Remembering the past two years of my life feels like I’m looking into someone else’s life. How was it just six months ago that I was living somewhere completely different. I can close my eyes and still see the mountains from my apartment. The smell of cilantro still makes me want to eat 牛肉面 (beef noodles). I try to find excuses to speak Chinese everyday because I’m afraid I’m going to lose my ability to converse. Last night I dreamed in Chinese, which hasn’t happened since living in China. It is the small things that take me back to grocery shopping at the market up the street from my house, going to work to see adorable little Chinese faces staring back at me, or even spending time with friends once a week regularly.
My life is still busy. It is still full. It is still great. Sometimes it just seems as if my life is that of different people. I’m a person who wants to spend the rest of my life in another country. Living anywhere doing anything under any conditions. I’m also a person who is going to graduate school, has a salary and benefits, who is studying a degree that could lead to amazing job opportunities in the future.
There are days when I wake up and hope to open my eyes to my room back in China. When I open them, I am in my house in Arkansas. I’m not mad, a little sad, but I know that the Father has brought me back for a reason. He asked me to follow Him to China. I went. He asked me to follow Him to Bangladesh. I went. He asked me to return to America and I cried. I fought. Then, I returned. Now that I am here I keep trying to leave (already, yes). My job allows me to work with individuals from all over the world. International education is incredibly important to me. It is at the core of my being.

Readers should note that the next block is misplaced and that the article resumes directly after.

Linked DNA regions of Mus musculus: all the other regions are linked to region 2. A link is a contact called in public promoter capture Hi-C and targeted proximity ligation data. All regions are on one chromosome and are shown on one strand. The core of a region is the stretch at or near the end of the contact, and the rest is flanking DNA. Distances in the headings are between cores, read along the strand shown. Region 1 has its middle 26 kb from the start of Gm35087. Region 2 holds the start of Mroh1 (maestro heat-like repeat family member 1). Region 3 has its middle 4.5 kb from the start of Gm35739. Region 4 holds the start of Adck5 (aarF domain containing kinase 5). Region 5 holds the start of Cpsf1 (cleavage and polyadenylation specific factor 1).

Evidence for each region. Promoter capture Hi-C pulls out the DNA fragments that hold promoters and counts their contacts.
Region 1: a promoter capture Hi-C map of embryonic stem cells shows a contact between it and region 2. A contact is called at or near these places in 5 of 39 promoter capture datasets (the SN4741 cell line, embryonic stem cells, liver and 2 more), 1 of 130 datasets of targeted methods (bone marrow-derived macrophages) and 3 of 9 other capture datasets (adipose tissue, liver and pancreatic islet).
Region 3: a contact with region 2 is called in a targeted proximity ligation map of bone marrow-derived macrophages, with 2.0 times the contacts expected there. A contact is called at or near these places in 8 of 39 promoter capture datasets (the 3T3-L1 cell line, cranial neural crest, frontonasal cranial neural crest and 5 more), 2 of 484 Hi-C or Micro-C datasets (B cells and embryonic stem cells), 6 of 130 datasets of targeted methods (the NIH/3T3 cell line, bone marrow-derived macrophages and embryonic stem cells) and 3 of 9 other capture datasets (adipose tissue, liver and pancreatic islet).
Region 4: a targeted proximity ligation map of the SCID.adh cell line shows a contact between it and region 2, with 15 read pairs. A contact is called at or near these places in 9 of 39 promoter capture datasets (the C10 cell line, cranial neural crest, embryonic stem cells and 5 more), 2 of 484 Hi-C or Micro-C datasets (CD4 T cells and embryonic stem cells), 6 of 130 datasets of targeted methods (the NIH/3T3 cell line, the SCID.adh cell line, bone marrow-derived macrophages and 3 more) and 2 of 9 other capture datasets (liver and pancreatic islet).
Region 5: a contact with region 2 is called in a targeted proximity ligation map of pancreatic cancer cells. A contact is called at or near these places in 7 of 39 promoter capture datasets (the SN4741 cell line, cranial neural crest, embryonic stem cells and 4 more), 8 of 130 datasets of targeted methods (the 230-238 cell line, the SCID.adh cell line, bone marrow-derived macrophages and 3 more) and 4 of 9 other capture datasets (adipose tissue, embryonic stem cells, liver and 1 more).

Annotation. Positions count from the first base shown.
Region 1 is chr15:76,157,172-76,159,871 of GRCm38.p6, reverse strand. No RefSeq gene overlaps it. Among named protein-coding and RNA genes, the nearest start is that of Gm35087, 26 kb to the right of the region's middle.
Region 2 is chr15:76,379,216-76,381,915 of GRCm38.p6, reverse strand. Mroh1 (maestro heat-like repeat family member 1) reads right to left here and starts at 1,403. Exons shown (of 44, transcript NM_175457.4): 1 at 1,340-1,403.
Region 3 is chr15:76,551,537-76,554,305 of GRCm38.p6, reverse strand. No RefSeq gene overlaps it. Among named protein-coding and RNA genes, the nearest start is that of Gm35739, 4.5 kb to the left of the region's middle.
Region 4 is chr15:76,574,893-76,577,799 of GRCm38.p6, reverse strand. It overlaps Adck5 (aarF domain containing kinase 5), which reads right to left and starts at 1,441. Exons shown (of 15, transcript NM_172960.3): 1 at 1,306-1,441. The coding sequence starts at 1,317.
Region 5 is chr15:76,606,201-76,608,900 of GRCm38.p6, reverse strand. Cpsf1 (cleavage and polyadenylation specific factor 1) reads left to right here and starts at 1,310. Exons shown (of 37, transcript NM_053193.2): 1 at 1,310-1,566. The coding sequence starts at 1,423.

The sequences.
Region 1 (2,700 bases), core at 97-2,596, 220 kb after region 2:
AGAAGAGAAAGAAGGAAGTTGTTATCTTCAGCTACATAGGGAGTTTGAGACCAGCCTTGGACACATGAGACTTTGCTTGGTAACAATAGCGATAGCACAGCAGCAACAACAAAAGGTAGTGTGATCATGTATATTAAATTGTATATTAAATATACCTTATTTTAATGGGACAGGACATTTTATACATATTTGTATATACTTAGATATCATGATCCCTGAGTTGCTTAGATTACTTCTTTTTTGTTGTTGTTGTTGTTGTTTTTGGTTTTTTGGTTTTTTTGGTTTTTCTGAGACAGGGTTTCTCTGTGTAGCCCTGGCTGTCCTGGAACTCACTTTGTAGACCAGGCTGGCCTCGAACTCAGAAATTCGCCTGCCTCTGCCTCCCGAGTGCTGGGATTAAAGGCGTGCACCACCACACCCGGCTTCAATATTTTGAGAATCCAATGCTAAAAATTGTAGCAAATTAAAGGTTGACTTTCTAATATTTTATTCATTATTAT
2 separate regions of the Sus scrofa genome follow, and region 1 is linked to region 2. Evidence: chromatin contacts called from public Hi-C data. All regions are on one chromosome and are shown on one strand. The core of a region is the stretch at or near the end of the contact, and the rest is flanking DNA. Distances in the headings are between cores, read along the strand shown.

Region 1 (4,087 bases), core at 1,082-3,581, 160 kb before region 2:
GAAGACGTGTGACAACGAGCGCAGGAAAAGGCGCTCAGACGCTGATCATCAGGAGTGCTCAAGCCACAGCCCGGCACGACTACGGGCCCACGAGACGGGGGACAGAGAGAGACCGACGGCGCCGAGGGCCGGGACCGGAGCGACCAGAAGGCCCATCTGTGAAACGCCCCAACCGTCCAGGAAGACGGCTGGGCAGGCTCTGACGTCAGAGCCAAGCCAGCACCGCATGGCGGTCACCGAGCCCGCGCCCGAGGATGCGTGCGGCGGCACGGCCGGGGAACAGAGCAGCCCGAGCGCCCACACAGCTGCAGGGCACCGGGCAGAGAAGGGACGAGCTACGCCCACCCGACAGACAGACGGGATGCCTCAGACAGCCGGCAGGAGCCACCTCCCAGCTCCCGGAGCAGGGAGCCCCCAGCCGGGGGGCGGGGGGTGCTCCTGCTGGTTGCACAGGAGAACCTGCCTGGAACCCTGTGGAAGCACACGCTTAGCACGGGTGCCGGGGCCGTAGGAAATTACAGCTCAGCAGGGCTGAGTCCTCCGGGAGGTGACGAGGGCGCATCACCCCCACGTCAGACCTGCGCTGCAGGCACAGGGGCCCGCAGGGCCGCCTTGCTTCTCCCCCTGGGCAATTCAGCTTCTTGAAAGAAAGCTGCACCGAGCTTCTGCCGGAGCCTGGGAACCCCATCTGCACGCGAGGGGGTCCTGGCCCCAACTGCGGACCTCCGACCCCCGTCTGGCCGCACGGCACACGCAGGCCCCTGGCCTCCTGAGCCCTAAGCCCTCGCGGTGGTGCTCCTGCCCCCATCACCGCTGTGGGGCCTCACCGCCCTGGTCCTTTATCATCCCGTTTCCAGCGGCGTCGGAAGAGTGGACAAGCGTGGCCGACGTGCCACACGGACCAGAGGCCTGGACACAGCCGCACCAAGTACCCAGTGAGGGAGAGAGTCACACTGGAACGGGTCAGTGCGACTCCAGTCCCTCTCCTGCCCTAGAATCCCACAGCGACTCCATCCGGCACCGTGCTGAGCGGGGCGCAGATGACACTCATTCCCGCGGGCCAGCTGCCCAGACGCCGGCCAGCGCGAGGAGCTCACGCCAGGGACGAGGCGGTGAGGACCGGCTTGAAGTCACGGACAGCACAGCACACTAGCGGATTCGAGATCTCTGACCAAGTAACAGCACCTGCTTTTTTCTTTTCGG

Before returning to the US, I sat asking the Father why He wanted me to return. Why is it I’m coming back. I felt He gave me three words: Educate. Empower. Encourage. It applies to so many things, but specifically for me to women and children. Educating women in who the Father is and who He has said they are. Empowering them to live in light of His truths. Encouraging them to teach that to other women. It also applies to low-income populations (in the US and abroad). Educating those without quality education. Empowering them to learn, grow, and create a better (town, city, country). Encouraging them to use their education to make change in their cities and countries.
I don’t have all the answers. I don’t have it all figured out yet. I’m here because I was asked to follow. I’m here to live and to trust and to follow where He leads.
As of late I’ve become more aware of how unhealthy my lifestyle was prior to moving to China and even since returning. Everything I eat is loaded with sugar, factory made/processed ingredients, and now dairy; because, China. I’ve also realized how stationary my life is/was and how pretty much everything I use is manufactured. As my family says, I’ve kind of become a hippy – but one who refuses to give up chocolate.